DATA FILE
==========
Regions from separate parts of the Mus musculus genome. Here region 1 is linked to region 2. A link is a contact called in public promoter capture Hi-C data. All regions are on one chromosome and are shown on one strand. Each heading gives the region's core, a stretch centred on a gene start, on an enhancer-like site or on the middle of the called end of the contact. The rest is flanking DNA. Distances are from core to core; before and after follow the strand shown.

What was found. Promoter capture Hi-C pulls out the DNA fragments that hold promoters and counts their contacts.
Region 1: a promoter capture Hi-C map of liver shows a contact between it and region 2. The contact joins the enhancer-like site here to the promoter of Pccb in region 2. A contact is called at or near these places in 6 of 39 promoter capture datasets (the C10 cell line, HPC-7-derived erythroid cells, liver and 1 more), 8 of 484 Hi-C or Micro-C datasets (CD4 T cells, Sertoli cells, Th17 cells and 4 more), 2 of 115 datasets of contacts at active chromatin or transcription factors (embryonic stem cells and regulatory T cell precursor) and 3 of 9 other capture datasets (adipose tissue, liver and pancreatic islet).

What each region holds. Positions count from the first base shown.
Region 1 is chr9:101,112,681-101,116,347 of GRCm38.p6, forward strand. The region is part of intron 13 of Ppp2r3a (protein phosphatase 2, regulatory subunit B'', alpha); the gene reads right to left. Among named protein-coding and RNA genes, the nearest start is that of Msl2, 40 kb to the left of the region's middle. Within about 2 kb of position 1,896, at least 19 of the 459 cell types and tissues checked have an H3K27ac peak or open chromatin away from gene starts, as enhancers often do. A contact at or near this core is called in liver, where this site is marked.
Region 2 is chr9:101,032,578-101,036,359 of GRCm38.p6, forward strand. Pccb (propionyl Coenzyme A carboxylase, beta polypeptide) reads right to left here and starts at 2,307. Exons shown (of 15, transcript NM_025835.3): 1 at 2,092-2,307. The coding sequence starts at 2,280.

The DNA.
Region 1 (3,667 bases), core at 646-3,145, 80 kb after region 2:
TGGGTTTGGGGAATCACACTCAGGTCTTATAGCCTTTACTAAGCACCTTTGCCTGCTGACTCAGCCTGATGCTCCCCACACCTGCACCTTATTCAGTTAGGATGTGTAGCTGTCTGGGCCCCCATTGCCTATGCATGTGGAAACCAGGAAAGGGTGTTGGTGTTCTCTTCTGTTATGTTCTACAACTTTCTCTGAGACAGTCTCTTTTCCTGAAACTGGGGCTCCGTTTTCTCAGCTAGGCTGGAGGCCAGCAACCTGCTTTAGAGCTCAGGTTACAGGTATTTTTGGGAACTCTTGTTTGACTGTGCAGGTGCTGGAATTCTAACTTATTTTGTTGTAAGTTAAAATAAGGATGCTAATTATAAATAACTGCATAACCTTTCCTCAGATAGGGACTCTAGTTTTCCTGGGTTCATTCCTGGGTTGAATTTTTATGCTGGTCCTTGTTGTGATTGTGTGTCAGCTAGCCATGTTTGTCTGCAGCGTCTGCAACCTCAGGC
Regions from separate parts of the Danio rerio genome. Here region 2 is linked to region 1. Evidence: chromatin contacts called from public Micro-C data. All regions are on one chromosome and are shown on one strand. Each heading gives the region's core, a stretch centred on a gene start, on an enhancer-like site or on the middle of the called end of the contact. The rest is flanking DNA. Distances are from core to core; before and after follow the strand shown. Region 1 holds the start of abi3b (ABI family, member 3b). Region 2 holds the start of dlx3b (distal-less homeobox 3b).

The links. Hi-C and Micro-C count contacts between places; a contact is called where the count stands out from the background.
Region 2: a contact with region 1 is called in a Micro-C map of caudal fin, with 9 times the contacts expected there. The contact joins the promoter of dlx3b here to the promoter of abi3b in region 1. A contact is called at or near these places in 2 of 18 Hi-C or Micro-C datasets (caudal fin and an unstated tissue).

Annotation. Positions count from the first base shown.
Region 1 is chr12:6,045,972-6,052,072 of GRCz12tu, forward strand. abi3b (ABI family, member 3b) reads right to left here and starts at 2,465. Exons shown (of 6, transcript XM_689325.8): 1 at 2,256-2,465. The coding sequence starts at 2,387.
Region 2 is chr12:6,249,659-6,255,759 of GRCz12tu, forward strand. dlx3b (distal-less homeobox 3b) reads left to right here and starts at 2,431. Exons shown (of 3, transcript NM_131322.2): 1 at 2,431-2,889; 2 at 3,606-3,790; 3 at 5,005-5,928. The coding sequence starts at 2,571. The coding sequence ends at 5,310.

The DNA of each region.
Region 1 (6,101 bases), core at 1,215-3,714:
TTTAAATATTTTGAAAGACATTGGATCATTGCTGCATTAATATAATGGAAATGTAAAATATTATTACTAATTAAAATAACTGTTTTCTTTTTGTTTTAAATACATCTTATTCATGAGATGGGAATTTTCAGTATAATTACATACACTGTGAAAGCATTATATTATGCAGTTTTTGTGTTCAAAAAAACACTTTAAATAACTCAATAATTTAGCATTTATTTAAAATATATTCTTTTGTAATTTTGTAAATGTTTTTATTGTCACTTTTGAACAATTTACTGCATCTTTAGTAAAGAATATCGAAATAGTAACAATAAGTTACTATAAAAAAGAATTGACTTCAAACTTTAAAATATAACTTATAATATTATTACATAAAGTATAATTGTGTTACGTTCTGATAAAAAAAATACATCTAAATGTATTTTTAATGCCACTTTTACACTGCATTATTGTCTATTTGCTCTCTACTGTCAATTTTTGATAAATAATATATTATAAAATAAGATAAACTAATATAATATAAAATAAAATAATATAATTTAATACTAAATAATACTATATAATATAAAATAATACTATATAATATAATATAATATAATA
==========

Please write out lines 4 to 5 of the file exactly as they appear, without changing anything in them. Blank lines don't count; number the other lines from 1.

What each region holds. Positions count from the first base shown.
Region 1 is chr9:101,112,681-101,116,347 of GRCm38.p6, forward strand. The region is part of intron 13 of Ppp2r3a (protein phosphatase 2, regulatory subunit B'', alpha); the gene reads right to left. Among named protein-coding and RNA genes, the nearest start is that of Msl2, 40 kb to the left of the region's middle. Within about 2 kb of position 1,896, at least 19 of the 459 cell types and tissues checked have an H3K27ac peak or open chromatin away from gene starts, as enhancers often do. A contact at or near this core is called in liver, where this site is marked.